Describe ethics procedures. Was informed consent obtained?:
 
The parents volunteered to participate and completed a training session and provided signed consent for their participation and their child with ASD participation.
 

 
 

OUTCOMES
 
Were the outcome
measures reliable?
X Yes
No
Not addressed
 
Were the outcome
measures valid?
X Yes
No
Not addressed
 
Specify the frequency of outcome measurement (i.e., pre, post, follow-up):
 
Follow up procedure was used as the outcome measure.
 
Outcome areas:
 
Parent satisfaction with their child’s IEP outcome
 
List measures used.:
 
See above list of assessment measures
 
INTERVENTION
 
Intervention was described in detail?
X Yes
No
Not addressed
 
Contamination was avoided?
X Yes
No
Not addressed
N/A
 
Cointervention was avoided?
X Yes
No
Not addressed
N/A
 
Provide a short description of the intervention (focus, who delivered it, how often, setting). Could the intervention be replicated in practice?
 
Parents were provided information about effective IEP’s before the study.  After the intervention (IEP process) parents were asked about their satisfaction with their child’s IEP outcome.
 
RESULTS
 
Results were reported in terms of statistical significance?
Yes
No
N/A
Not addressed
 
Were the analysis method(s) appropriate?
Yes
No
Not addressed
 
What were the results? Were they statistically significant (i.e., p < 0.05)? If not statistically significant, was study big enough to show an important difference if it should occur? If there were multiple outcomes, was that taken into account for the statistical analysis?
 
Means and correlations for IEP satisfaction variables are in Table 1. Correlations between three of the four variables (satisfaction with services outlined in the IEP, satisfaction with actual services provided, and agreement between IEP and actual services) exceeded r = .8. The fourth item, which reflected parents’ perceptions of the IEP team effectiveness, was correlated with the other three at rs of .55 to .60, ps < .001. Given these high correlations, the four variables were aggregated into a combined IEP satisfaction variable, with a Cronbach’s alpha of .91.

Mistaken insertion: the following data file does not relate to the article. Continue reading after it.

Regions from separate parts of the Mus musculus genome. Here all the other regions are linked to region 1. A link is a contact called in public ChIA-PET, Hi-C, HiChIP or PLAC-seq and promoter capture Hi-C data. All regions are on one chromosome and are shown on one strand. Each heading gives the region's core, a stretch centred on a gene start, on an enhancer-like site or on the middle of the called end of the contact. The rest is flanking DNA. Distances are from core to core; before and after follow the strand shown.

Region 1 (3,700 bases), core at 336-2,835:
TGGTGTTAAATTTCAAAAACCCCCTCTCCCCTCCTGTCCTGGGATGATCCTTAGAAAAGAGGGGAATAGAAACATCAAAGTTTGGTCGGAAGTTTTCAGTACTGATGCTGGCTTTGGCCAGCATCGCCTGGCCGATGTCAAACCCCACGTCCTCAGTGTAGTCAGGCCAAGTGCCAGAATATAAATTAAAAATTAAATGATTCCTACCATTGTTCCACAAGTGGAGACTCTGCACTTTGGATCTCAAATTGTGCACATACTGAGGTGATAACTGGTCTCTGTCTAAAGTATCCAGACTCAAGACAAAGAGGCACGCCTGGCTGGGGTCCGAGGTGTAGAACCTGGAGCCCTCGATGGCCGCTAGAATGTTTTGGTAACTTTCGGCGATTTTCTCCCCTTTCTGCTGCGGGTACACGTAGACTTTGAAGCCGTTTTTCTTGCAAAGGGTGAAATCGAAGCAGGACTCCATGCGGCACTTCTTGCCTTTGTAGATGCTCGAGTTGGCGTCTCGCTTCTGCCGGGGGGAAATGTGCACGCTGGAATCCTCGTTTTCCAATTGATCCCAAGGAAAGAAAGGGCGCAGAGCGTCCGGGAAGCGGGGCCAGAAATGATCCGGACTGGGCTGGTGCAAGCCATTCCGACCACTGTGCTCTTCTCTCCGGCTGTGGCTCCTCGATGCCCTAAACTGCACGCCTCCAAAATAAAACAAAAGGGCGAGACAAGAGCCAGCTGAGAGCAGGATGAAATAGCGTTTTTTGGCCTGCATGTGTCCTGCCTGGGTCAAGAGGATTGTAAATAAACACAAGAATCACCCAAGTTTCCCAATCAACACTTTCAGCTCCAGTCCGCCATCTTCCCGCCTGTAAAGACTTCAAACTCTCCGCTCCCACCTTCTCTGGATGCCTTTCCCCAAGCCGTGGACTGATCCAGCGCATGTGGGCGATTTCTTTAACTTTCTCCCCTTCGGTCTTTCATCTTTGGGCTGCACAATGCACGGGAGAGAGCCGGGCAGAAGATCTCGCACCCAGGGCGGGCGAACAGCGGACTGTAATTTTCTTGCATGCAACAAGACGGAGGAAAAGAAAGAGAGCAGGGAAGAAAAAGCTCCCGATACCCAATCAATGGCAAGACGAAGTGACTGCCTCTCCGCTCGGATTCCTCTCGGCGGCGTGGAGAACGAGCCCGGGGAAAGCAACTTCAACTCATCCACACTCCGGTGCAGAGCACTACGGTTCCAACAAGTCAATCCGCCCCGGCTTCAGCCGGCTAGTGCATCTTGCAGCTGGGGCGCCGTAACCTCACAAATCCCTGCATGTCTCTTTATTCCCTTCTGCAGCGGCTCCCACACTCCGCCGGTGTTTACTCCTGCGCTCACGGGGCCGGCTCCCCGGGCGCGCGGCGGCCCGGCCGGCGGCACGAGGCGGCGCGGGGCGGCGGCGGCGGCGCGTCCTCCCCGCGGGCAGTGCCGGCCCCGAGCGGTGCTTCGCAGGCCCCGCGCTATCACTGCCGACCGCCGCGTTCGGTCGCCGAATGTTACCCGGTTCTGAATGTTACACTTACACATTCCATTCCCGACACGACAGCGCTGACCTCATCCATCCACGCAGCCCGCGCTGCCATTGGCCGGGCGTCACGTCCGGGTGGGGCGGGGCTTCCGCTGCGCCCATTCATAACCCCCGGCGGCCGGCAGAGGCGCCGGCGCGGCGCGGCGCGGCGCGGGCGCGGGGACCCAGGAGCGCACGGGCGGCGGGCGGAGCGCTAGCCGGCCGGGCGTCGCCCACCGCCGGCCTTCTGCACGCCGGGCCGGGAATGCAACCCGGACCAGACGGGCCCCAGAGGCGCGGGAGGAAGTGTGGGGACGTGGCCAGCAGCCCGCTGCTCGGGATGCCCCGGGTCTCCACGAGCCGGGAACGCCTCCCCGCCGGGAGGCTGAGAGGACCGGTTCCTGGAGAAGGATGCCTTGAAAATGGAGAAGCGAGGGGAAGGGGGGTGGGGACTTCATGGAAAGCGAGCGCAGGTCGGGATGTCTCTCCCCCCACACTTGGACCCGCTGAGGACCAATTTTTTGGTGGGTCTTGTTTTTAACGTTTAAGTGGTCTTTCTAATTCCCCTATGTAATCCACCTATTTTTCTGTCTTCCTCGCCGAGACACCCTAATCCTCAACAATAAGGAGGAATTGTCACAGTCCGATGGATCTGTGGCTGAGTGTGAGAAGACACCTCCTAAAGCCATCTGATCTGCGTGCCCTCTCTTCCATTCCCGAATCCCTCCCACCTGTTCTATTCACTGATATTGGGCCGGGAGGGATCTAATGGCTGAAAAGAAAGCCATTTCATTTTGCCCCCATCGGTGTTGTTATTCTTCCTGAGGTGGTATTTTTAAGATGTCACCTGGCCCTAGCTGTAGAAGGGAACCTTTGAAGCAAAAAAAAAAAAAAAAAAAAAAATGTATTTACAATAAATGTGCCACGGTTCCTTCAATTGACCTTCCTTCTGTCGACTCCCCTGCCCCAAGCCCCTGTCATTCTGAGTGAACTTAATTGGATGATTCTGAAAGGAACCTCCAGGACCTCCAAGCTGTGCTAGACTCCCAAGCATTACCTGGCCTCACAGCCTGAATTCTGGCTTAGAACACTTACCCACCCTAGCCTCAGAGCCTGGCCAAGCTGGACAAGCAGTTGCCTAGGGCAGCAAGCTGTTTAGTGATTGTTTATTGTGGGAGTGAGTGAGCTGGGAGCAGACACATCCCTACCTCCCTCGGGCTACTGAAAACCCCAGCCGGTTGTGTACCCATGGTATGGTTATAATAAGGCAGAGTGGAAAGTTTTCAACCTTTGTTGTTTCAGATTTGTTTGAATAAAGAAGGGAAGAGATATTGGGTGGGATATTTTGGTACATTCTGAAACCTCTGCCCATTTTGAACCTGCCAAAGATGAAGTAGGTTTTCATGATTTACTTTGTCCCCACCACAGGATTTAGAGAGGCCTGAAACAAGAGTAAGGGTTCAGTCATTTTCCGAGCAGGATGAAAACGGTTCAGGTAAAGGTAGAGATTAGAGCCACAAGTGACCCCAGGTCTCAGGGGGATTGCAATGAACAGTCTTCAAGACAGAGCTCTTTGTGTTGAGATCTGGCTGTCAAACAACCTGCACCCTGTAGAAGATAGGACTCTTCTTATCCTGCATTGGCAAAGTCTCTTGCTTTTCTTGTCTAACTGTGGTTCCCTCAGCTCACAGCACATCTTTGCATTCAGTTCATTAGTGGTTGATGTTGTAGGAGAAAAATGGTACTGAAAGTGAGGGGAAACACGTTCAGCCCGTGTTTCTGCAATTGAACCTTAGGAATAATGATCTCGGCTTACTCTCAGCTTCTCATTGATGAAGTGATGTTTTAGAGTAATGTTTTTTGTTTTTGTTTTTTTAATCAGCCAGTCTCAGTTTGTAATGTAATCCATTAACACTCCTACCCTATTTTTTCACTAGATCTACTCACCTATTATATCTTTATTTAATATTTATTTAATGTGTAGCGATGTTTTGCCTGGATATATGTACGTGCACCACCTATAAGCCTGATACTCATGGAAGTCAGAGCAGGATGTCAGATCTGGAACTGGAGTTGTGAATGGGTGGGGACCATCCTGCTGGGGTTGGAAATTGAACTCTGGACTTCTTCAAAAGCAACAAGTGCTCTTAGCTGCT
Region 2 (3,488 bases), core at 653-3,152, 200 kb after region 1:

As presented in Table 1, 54% of parents felt satisfied or very satisfied with the services currently outlined in their children’s IEPs, and 61% felt there was good or very good agreement between the content of their children’s IEP and services actually being provided. Fifty-three percent of parents were satisfied or very satisfied with the services actually being provided to their child, and 60% felt their children’s IEP teams were mostly effective or effective. Examined another way, 14% and 19% of parents were not satisfied with the content of children’s IEPs or the actual services provided, respectively. Thirty-nine percent of parents reported only some, little, or no agreement between the IEP document and the actual services provided, and 40% of parents felt their IEP teams were at least somewhat ineffective.
Given that we examined four aspects of the IEP process (satisfaction with the IEP document, the services provided, the agreement between the document and actual services provided, and the effectiveness of the educational team), we also considered the total number of aspects with which parents were satisfied. As shown in Table 1, 62% of parents were at least somewhat dissatisfied with at least one aspect of the IEP process, whereas 38% of parents were satisfied with all four aspects of the IEP process examined. Examined more closely, 19% of parents were at least somewhat dissatisfied with one or two aspects of the IEP process, whereas 42% of parents were at least somewhat dissatisfied with three or four aspects of the IEP process.